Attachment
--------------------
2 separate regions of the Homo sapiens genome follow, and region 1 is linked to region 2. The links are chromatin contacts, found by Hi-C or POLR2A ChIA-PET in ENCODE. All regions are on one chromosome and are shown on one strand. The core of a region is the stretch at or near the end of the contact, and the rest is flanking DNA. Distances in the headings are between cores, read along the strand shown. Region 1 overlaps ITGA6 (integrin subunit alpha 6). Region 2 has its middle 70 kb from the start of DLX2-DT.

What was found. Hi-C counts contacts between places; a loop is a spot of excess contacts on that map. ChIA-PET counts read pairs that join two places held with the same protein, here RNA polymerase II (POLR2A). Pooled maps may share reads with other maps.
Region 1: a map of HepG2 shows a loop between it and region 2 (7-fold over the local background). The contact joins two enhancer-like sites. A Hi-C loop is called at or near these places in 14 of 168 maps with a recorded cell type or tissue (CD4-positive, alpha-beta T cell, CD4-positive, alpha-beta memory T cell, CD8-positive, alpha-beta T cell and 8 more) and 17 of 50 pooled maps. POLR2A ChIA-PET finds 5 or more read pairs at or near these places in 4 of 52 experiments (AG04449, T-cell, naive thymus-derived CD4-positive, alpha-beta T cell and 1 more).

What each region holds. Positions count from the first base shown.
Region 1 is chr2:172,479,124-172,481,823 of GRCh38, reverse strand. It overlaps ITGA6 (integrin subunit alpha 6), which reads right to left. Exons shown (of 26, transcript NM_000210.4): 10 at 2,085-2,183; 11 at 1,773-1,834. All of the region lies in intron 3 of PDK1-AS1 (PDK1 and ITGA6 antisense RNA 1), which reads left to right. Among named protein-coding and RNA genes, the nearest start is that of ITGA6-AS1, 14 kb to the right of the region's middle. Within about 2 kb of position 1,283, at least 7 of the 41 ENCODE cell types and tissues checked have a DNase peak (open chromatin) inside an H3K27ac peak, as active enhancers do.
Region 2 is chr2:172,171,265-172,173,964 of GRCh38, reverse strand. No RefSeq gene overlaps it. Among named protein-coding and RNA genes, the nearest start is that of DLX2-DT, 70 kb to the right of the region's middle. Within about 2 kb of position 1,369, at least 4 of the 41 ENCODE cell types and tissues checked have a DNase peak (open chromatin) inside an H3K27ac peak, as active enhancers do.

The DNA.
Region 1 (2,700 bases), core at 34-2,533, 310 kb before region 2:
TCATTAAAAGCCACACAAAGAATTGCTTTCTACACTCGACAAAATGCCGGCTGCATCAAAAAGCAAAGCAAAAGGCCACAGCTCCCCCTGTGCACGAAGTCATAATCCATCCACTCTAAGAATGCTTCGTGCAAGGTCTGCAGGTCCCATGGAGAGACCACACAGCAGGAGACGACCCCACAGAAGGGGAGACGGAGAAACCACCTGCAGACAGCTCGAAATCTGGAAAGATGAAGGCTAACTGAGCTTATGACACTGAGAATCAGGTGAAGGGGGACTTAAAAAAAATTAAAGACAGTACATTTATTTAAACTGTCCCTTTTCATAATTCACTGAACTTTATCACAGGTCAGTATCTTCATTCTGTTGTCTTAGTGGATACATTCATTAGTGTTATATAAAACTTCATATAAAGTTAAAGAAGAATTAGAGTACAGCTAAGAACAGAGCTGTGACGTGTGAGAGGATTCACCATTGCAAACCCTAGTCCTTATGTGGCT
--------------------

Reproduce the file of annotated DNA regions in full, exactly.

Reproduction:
2 separate regions of the Homo sapiens genome follow, and region 1 is linked to region 2. The links are chromatin contacts, found by Hi-C or POLR2A ChIA-PET in ENCODE. All regions are on one chromosome and are shown on one strand. The core of a region is the stretch at or near the end of the contact, and the rest is flanking DNA. Distances in the headings are between cores, read along the strand shown. Region 1 overlaps ITGA6 (integrin subunit alpha 6). Region 2 has its middle 70 kb from the start of DLX2-DT.

What was found. Hi-C counts contacts between places; a loop is a spot of excess contacts on that map. ChIA-PET counts read pairs that join two places held with the same protein, here RNA polymerase II (POLR2A). Pooled maps may share reads with other maps.
Region 1: a map of HepG2 shows a loop between it and region 2 (7-fold over the local background). The contact joins two enhancer-like sites. A Hi-C loop is called at or near these places in 14 of 168 maps with a recorded cell type or tissue (CD4-positive, alpha-beta T cell, CD4-positive, alpha-beta memory T cell, CD8-positive, alpha-beta T cell and 8 more) and 17 of 50 pooled maps. POLR2A ChIA-PET finds 5 or more read pairs at or near these places in 4 of 52 experiments (AG04449, T-cell, naive thymus-derived CD4-positive, alpha-beta T cell and 1 more).

What each region holds. Positions count from the first base shown.
Region 1 is chr2:172,479,124-172,481,823 of GRCh38, reverse strand. It overlaps ITGA6 (integrin subunit alpha 6), which reads right to left. Exons shown (of 26, transcript NM_000210.4): 10 at 2,085-2,183; 11 at 1,773-1,834. All of the region lies in intron 3 of PDK1-AS1 (PDK1 and ITGA6 antisense RNA 1), which reads left to right. Among named protein-coding and RNA genes, the nearest start is that of ITGA6-AS1, 14 kb to the right of the region's middle. Within about 2 kb of position 1,283, at least 7 of the 41 ENCODE cell types and tissues checked have a DNase peak (open chromatin) inside an H3K27ac peak, as active enhancers do.
Region 2 is chr2:172,171,265-172,173,964 of GRCh38, reverse strand. No RefSeq gene overlaps it. Among named protein-coding and RNA genes, the nearest start is that of DLX2-DT, 70 kb to the right of the region's middle. Within about 2 kb of position 1,369, at least 4 of the 41 ENCODE cell types and tissues checked have a DNase peak (open chromatin) inside an H3K27ac peak, as active enhancers do.

The DNA.
Region 1 (2,700 bases), core at 34-2,533, 310 kb before region 2:
TCATTAAAAGCCACACAAAGAATTGCTTTCTACACTCGACAAAATGCCGGCTGCATCAAAAAGCAAAGCAAAAGGCCACAGCTCCCCCTGTGCACGAAGTCATAATCCATCCACTCTAAGAATGCTTCGTGCAAGGTCTGCAGGTCCCATGGAGAGACCACACAGCAGGAGACGACCCCACAGAAGGGGAGACGGAGAAACCACCTGCAGACAGCTCGAAATCTGGAAAGATGAAGGCTAACTGAGCTTATGACACTGAGAATCAGGTGAAGGGGGACTTAAAAAAAATTAAAGACAGTACATTTATTTAAACTGTCCCTTTTCATAATTCACTGAACTTTATCACAGGTCAGTATCTTCATTCTGTTGTCTTAGTGGATACATTCATTAGTGTTATATAAAACTTCATATAAAGTTAAAGAAGAATTAGAGTACAGCTAAGAACAGAGCTGTGACGTGTGAGAGGATTCACCATTGCAAACCCTAGTCCTTATGTGGCT